SF restaurants face product shortages and skyrocketing costs
Imagine sitting down for dinner in a restaurant and being told you will have to eat your soup with a fork, drink your wine from a glass of water, or pay a few extra dollars for your favorite burger.
What may seem like a one-time blunder to some guests is actually indicative of a troubling reality for many restaurant owners in San Francisco. Those who survived the grueling pandemic are now grappling with a disrupted supply chain, resulting in product shortages and skyrocketing costs.
âThe supply chain crisis has affected us in almost every way imaginable,â said David Nayfeld, chef and co-owner of two restaurants at The City. “The only way to respond is to adjust your expectations and the expectations of customers.”
Much of the world has come to a standstill for over a year, as have traditional models of the global supply-demand curve, which rely heavily on the movement of goods around the world.
What followed in recent months has been a relatively rapid recovery that has outstripped the rebound capacity of the broader supply chain. Combined with the difficulties of hiring and retaining workers, entire industries are stuck waiting for basic necessities to survive and paying a premium while they do so.
San Francisco restaurants are no exception.
The owners told The Examiner that it has become nearly impossible to restock cutlery, glassware and other dinnerware, items restaurants sell out quickly due to basic wear and tear. They said things that didn’t take more than eight weeks to happen now could take up to five months.
More substantial projects such as redesigning an interior space or building a park with permanent infrastructure are also virtually impossible on a predictable schedule. In some cases, this means that merchants are forced to pay the overhead costs associated with a space, but are unable to use it to capacity, if at all.
According to the National Restaurant Association, wholesale food prices are “trending strongly up” nationally by up to 2% each month. Even California, rich in agriculture, is not immune to skyrocketing costs.
Most restaurants import at least some of their produce, and even those that work exclusively with small, local distributors face rising prices due to rising labor costs, Nayfeld said. He regularly imports olive oils and cheeses from Italy for serving at his restaurant, Che Fico Alimentari, but these products are held up for weeks with shipping delays.
Tony Marcell, owner of LUNA on Valencia Street and Wayfare Tavern in the Financial District, said the cost of animal protein had risen dramatically, enough to affect his bottom line.
âI’ve never experienced anything like this,â said Marcell, who has operated restaurants in The City for almost 22 years. âThe waves of the pandemic have each brought new challenges, and each is particularly different but nonetheless extremely trying. “
Collectively, these disruptions threaten to disrupt the ability of the restaurant industry to recover from the pandemic.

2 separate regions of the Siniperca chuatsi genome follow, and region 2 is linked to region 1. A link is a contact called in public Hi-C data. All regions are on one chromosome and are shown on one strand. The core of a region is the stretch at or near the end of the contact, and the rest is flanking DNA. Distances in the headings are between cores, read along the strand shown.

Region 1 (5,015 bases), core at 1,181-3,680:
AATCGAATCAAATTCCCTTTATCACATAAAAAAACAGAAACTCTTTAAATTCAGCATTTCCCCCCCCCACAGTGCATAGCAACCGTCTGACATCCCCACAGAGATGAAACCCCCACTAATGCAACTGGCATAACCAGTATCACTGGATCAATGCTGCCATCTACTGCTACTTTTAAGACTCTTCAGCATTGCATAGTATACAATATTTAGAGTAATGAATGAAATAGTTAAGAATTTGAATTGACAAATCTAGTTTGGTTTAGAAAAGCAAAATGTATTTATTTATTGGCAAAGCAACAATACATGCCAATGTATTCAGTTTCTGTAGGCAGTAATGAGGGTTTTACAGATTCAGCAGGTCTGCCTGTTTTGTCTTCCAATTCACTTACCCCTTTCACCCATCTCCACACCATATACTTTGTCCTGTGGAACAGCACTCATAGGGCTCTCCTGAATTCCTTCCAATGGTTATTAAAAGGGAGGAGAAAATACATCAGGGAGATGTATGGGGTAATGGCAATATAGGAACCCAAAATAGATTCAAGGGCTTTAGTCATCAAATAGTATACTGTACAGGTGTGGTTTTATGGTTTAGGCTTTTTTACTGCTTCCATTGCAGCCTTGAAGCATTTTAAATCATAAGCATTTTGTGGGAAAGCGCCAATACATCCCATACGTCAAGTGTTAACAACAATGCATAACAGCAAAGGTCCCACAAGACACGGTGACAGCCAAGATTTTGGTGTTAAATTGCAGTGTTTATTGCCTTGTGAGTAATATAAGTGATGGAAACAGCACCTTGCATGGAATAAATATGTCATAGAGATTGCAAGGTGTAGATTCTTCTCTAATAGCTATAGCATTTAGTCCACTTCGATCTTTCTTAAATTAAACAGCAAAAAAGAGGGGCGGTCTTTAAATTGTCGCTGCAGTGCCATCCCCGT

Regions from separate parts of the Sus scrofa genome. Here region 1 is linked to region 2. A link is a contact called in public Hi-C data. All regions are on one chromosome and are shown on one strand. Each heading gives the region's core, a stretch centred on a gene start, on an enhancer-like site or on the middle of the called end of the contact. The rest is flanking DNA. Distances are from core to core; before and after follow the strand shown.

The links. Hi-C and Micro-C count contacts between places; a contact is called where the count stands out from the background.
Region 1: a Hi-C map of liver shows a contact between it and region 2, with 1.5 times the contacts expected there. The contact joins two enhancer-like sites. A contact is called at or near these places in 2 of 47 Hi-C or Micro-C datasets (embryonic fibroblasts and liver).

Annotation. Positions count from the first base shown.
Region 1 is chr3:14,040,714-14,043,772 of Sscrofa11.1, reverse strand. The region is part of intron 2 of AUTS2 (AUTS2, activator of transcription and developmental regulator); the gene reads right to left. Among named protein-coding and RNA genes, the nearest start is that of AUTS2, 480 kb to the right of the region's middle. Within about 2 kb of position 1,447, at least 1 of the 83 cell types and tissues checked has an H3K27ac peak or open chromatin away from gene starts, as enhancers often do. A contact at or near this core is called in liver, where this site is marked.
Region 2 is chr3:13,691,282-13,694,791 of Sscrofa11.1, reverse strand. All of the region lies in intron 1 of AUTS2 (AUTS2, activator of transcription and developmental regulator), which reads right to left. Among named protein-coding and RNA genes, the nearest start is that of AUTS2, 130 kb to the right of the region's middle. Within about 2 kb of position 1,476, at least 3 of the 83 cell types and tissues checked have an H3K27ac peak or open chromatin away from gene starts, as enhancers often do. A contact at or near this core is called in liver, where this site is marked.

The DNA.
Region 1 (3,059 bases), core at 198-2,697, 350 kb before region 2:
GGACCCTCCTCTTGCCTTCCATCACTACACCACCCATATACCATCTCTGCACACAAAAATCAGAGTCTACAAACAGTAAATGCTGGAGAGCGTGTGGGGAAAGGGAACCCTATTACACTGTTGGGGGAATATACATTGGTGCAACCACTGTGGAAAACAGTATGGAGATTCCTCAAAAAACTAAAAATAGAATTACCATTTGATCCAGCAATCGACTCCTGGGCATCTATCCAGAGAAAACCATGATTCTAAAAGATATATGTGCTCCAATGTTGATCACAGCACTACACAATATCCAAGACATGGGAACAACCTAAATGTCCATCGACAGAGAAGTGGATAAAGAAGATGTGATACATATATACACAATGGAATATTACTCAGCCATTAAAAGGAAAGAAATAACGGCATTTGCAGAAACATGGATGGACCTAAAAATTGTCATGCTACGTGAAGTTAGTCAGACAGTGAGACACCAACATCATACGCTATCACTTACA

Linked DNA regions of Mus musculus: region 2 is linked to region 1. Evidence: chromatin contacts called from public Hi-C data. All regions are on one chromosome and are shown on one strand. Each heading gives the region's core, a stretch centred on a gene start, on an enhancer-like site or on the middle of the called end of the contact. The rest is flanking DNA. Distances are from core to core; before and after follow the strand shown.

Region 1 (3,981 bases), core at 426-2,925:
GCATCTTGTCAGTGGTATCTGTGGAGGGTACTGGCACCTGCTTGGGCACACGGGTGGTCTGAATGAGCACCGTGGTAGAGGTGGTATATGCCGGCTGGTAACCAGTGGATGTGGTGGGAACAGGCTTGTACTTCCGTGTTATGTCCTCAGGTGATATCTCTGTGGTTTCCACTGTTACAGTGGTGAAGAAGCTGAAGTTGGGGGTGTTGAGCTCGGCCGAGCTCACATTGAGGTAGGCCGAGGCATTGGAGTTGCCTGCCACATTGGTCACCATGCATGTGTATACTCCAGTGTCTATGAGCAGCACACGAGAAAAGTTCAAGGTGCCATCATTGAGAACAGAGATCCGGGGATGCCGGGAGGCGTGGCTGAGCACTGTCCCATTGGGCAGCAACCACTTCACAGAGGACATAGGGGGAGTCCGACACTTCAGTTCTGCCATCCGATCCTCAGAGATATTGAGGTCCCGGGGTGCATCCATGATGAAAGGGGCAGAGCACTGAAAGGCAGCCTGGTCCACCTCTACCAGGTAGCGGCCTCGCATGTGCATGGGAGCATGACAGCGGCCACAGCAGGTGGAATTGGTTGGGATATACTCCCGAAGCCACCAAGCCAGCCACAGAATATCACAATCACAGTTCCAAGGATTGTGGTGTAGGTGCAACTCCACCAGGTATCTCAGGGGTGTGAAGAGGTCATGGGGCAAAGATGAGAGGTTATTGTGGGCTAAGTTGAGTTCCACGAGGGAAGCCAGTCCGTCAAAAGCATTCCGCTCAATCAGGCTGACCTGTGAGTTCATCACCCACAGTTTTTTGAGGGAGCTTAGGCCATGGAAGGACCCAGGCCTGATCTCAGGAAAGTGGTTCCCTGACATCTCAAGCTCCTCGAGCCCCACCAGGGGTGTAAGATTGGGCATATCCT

With such uncertainty, businesses can’t plan in advance for special events around the holiday season – usually a sure-fire way to generate much-needed income – lest the items arrive, and they can’t capitalize. on growing customer demand without the infrastructure in place to support the influx.
âWe’re in a really tough spot,â said Laurie Thomas, executive director of the Golden Gate Restaurant Association and owner of two restaurants in Cow Hollow. “People see full restaurants that are lucky enough to be in the neighborhoods, mine is one of them, but we still make up for the seven to nine month closure last year.”
Those unfamiliar with the restaurant business might have a hard time understanding why these kinds of delays and rising supply chain costs matter. But for owners who already operate on very thin margins and barely come out of the worst of the pandemic, this could be the kiss of death.
To survive, they must strike a delicate balance between how much of the rising costs they are prepared to pass on to the customer and how much they can tighten their belts without compromising the quality and experience of their establishments.
âPrices have all had to be increased due to the rising cost of food and labor,â Nayfeld said. âThey haven’t been high enough to meet the challenges yet, but we’re doing our best to thread the needle.
Thomas said customers may start to see portion sizes decrease as menu item prices increase. Marcell said its restaurants are still operating at reduced opening hours and that Nayfeld has not reopened the larger of its two spaces due to supply chain and workforce issues.
Many restaurateurs say the only way out is to get more help from local, state and federal governments. They are calling on Washington DC to step in where it can, including renewing the Restaurant Revitalization Fund to give restaurants another financial boost, which would allow them to keep more people at work and boost local economic spending. during the many months of recovery to come. .
âWe are far from normal operational activities,â Thomas said.